Uganda Health Information Network (UHIN)
Country of Operation
ApproachProvider training Changing Behavior Information communication technology Enhancing Processes
- Malaria and other vector borne diseases
SummaryThe Uganda Health Information Network (UHIN) is an innovative, low-bandwidth information network for health workers in Uganda that uses low-cost PDAs (Personal Digital Assistants) and a cellular telephony network to cut costs and improve the quality and availability of health information.
Like many other African countries, Uganda has inadequate health resources and yet, is faced with massive health challenges, especially the spread of HIV/AIDS and malaria. This program aims to use technology to allow the Ministry of Health to collect critical health information more effectively and deliver this information along with health education and other resources to workers in the field.
Key program components
Health workers use the PDAs to collect public health data at the community level. They then upload that data and send it to one of 20 wireless access points (called African Access Points or AAP) via infrared, Bluetooth or wi-fi at a rural health facility. The AAP sends the data and messages over the cellular network to the server in Kampala, which routes them to the correct recipients to receive the required messages, data and health information.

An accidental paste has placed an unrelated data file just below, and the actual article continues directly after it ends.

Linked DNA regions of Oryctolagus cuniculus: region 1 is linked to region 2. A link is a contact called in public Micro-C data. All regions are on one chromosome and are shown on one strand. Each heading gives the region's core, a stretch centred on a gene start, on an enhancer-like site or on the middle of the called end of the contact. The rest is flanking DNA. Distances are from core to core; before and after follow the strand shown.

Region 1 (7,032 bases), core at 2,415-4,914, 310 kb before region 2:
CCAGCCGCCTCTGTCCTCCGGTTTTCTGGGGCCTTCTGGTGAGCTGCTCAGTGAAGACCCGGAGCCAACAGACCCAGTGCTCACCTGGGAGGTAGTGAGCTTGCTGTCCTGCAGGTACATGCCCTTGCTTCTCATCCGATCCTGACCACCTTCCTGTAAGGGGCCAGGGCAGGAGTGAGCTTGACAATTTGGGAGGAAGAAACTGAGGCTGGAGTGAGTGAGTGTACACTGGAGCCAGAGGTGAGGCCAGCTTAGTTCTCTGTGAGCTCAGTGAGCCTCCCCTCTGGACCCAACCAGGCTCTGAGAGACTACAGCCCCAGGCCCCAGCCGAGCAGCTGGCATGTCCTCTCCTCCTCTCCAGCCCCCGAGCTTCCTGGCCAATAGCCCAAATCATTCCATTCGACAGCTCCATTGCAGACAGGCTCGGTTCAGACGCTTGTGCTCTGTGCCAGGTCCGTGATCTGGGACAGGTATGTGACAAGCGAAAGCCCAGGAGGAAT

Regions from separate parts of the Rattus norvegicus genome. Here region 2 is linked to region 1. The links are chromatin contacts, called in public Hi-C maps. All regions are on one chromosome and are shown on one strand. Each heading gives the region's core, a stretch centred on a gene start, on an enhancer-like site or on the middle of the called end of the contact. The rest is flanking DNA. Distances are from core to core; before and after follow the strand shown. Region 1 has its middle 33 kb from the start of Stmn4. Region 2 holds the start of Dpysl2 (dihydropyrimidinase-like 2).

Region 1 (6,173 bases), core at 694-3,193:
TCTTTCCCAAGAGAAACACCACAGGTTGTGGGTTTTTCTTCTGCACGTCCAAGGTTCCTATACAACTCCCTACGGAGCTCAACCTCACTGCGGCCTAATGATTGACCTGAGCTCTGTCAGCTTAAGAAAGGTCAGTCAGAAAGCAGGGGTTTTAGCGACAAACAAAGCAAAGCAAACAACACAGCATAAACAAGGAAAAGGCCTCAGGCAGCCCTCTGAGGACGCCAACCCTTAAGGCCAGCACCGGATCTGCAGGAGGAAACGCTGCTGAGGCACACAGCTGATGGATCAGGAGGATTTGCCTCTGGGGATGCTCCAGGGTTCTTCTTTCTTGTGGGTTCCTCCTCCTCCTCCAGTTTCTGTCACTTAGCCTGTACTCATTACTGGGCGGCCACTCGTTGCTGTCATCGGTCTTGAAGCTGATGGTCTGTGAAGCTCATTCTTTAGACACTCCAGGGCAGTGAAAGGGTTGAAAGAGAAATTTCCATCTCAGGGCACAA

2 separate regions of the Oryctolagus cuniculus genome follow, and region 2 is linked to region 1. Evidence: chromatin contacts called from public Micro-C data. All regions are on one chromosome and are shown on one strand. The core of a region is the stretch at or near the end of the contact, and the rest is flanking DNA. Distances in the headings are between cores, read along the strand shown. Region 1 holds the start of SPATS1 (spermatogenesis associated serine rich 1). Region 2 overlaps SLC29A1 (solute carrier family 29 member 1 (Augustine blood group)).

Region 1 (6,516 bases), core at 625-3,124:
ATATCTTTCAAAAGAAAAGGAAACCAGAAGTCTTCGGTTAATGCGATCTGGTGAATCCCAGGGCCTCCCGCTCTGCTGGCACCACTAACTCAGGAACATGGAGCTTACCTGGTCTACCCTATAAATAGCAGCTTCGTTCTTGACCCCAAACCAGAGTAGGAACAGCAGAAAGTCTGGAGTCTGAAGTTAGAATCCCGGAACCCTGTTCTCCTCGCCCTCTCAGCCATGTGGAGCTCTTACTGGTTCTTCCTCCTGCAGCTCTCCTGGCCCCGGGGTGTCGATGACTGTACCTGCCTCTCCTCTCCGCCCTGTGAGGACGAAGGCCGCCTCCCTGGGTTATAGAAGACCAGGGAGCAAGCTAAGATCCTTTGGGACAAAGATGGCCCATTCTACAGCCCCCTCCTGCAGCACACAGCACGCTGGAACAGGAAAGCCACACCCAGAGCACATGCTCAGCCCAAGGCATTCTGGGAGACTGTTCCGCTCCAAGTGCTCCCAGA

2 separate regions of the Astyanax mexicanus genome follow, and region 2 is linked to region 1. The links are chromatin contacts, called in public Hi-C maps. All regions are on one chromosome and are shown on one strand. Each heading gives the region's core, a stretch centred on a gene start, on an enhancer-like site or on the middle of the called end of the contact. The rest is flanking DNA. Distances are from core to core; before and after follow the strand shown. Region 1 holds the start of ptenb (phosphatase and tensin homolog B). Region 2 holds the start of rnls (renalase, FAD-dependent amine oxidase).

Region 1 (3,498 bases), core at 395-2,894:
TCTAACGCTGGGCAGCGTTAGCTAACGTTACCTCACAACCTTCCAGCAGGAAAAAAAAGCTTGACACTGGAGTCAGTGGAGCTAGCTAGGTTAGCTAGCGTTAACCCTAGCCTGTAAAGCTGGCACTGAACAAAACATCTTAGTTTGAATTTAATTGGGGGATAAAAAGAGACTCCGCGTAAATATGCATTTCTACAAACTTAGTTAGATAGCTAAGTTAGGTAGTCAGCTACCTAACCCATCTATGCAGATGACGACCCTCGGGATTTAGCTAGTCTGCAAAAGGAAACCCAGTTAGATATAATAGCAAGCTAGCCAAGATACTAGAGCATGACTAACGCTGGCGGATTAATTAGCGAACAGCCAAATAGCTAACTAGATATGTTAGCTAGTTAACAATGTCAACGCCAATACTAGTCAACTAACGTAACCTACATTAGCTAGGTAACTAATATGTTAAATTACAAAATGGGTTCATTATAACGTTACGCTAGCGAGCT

District Health Offices receive data from various levels of health centers using the UHIN which includes monthly Health Management Information System (HMIS) reports, disease surveillance data, reports related to HIV/AIDS, tuberculosis, malaria, and the data used for ordering medicines.
Currently there are about 700 health workers in Rakai, Mbale, Manafwa, Lyantonde, and Bududa districts using UHIN for facilitating data and information exchange. Capacity building among health workers is achieved through regular broadcasts of content pertaining to diagnosis, treatment, and prevention of major health problems.
A number of positive impacts were recorded early on: “The network delivered a 25% savings in the first 6 months...health workers using the handheld technology now have better job satisfaction and [it] is contributing to staff retention...”
The UHIN is planning to conduct an analysis to determine if the project has had an impact on health outcomes such as healthcare planning, resource allocation, and delivery.
Since 2003, there are 175 remote health facilities, serving more than 1.5 million people, that are able to send and receive data and medical updates using PDAs.